Brent crude rose 31 cents, or 0.8 per cent, to $41.58 a barrel by 0632 GMT after declining more than one per cent on Tuesday.
U.S. crude was up 35 cents, or 0.9 per cent, at $39.62 a barrel, having dropped by 1.1 per cent in the previous session.
U.S. crude and gasoline stocks fell more than expected last week, while distillate inventories rose, data released by the American Petroleum Institute (API) late on Tuesday showed.
Crude inventories dropped by 8.2 million barrels to 537 million barrels, against analysts’ forecasts for a draw of 710,000 barrels.
“Investors would be keen to watch if the EIA (U.S. Energy Information Administration) … matches or confirms the API data, which would be bullish for crude oil markets despite the increased concern about the spread of the coronavirus,’’ said Avtar Sandu, Senior Commodities Manager at Phillip Futures.
Official inventory data from the EIA is due out later on Wednesday.
Also supporting prices was a drop in output from the Organisation of the Petroleum Exporting Countries (OPEC) to the lowest in two decades in June.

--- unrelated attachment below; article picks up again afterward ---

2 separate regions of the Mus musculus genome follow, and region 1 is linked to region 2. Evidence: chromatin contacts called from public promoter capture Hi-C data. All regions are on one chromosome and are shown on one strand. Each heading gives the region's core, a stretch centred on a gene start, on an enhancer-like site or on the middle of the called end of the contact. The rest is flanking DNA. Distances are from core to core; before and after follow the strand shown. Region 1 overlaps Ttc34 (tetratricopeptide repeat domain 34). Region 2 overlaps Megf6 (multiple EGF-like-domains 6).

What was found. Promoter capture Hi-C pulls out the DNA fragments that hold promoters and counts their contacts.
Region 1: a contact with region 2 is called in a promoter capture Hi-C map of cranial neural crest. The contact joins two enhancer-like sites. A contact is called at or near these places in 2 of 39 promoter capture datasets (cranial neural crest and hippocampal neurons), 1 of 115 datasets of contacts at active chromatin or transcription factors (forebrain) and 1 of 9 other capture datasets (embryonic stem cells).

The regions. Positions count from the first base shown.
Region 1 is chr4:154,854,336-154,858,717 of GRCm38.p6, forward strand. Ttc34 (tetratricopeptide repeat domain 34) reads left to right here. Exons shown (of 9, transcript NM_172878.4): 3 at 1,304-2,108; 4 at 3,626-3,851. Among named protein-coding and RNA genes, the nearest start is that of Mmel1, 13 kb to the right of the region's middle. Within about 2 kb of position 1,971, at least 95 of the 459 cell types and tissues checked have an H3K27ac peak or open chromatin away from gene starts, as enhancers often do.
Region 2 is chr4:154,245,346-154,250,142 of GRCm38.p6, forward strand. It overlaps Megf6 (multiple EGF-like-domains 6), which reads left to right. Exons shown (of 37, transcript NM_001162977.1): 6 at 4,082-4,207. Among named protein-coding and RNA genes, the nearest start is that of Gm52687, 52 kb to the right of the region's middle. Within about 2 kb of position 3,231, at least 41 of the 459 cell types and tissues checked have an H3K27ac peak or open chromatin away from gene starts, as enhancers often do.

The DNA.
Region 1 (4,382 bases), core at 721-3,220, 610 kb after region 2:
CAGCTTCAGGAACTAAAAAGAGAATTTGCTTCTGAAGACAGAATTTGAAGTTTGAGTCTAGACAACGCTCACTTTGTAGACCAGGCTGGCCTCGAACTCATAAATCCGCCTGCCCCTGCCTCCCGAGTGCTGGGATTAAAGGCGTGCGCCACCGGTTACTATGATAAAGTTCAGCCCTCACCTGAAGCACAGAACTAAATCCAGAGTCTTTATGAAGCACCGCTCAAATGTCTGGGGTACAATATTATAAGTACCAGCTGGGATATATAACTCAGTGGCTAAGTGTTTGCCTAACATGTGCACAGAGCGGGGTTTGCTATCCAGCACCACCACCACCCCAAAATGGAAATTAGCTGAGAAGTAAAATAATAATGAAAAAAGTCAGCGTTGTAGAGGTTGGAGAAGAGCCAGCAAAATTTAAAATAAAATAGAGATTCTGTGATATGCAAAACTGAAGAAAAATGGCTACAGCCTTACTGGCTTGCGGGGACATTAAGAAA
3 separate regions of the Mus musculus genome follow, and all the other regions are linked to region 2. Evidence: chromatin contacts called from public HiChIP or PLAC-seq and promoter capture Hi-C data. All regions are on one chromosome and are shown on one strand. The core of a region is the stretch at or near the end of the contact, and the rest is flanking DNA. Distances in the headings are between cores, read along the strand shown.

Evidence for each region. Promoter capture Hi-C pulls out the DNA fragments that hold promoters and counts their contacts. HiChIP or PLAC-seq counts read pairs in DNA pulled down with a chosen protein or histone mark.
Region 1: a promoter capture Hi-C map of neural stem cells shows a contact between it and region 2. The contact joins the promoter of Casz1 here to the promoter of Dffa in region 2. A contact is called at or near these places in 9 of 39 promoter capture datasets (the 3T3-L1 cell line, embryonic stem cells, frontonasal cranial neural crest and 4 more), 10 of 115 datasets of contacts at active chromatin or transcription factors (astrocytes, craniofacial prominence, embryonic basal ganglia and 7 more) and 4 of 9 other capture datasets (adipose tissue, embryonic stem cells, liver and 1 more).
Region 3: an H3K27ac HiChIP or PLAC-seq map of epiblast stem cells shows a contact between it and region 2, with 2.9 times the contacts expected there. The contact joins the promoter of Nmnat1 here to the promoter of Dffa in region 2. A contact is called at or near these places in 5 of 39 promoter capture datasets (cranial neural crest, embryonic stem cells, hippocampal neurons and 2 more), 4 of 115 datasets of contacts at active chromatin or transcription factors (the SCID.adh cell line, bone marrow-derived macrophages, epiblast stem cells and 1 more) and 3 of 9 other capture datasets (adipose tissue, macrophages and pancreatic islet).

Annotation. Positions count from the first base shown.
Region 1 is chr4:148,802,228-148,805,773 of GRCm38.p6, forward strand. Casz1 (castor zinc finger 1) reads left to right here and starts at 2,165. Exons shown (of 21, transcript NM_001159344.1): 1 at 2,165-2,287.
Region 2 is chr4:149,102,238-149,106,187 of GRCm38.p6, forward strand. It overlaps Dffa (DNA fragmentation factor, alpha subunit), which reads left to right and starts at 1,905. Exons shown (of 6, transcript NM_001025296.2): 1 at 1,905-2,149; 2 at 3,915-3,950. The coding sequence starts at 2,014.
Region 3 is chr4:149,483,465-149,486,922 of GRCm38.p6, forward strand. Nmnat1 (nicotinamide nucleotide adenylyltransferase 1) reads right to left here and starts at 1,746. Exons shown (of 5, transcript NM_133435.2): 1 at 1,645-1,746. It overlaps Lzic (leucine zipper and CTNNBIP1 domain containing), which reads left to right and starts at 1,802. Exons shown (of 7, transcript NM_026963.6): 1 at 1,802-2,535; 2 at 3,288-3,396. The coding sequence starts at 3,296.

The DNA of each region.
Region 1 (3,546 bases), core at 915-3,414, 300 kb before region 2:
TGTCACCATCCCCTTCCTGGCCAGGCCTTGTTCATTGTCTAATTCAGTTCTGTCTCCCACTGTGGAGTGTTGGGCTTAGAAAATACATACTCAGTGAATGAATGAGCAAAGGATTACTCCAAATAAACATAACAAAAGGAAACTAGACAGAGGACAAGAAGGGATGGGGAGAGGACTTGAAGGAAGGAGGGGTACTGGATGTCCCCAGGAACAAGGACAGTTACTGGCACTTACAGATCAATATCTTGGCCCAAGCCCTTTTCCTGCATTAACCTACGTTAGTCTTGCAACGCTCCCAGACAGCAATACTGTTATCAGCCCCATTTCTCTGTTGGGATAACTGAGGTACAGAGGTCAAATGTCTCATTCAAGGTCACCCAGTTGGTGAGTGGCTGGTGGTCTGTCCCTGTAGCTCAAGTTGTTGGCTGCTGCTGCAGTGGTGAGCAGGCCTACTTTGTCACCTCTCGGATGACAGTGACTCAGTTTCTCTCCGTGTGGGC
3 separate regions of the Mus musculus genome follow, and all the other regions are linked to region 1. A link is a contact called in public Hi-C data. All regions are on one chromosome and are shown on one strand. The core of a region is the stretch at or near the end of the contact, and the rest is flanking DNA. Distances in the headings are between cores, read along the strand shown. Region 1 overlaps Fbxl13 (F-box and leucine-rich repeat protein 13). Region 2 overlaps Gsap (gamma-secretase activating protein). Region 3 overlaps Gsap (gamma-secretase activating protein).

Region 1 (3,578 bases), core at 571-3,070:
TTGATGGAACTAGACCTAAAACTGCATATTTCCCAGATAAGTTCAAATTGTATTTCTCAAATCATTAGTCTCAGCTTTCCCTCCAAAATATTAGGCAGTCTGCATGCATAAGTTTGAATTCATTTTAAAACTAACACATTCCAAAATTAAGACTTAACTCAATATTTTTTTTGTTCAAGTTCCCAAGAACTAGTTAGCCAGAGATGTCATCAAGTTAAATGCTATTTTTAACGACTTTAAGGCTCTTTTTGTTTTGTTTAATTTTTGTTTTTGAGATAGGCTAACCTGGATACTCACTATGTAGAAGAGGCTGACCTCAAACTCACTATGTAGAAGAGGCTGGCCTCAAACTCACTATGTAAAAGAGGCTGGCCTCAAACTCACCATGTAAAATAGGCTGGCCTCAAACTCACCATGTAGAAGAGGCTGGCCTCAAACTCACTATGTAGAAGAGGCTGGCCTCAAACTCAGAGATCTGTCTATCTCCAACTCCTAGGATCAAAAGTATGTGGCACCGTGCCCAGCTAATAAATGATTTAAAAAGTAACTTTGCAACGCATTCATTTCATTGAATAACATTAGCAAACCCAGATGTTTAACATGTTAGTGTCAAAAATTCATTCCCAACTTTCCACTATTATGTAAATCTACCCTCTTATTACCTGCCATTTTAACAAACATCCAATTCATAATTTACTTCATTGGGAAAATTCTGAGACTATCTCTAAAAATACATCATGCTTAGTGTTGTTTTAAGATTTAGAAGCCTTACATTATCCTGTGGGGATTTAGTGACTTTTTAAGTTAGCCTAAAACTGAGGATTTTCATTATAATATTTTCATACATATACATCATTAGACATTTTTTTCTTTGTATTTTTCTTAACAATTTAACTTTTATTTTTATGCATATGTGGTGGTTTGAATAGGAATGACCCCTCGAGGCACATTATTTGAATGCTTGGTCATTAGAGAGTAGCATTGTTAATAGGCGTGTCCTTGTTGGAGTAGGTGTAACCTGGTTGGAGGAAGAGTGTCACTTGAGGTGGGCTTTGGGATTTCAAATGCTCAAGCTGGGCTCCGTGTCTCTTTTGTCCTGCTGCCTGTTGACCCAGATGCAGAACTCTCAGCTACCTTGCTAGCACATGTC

The 13-member grouping produced an average of 22.62 million barrels per day (bpd) in June after they agreed to cut output, a Reuters’ survey found, down 1.92 million bpd from May’s revised figure.
“The fall in output means that OPEC over-complied with the deal in June, with compliance coming in at 107 per cent,’’ ING Economics said, though noting that the over-compliance followed additional cuts by Saudi Arabia, the United Arab Emirates and Kuwait.
Those producers agreed to more cuts during June than other OPEC members.
“It is likely that compliance will slip again in July, unless we see a significant improvement in compliance from Iraq and Nigeria,’’ ING said.
Prices for later this year are likely to be capped, analysts said, as the world is awash with oil after the coronavirus caused demand for fuel to drop by around a third.
A Reuters’ poll of analysts indicated that oil prices will consolidate at around $40 a barrel this year, with a recovery potentially picking up in the fourth quarter.
The coronavirus continues to spread around the world with ever increasing rates of infection.
Cases now total more than 10 million with more than half a million people dying after catching COVID-19.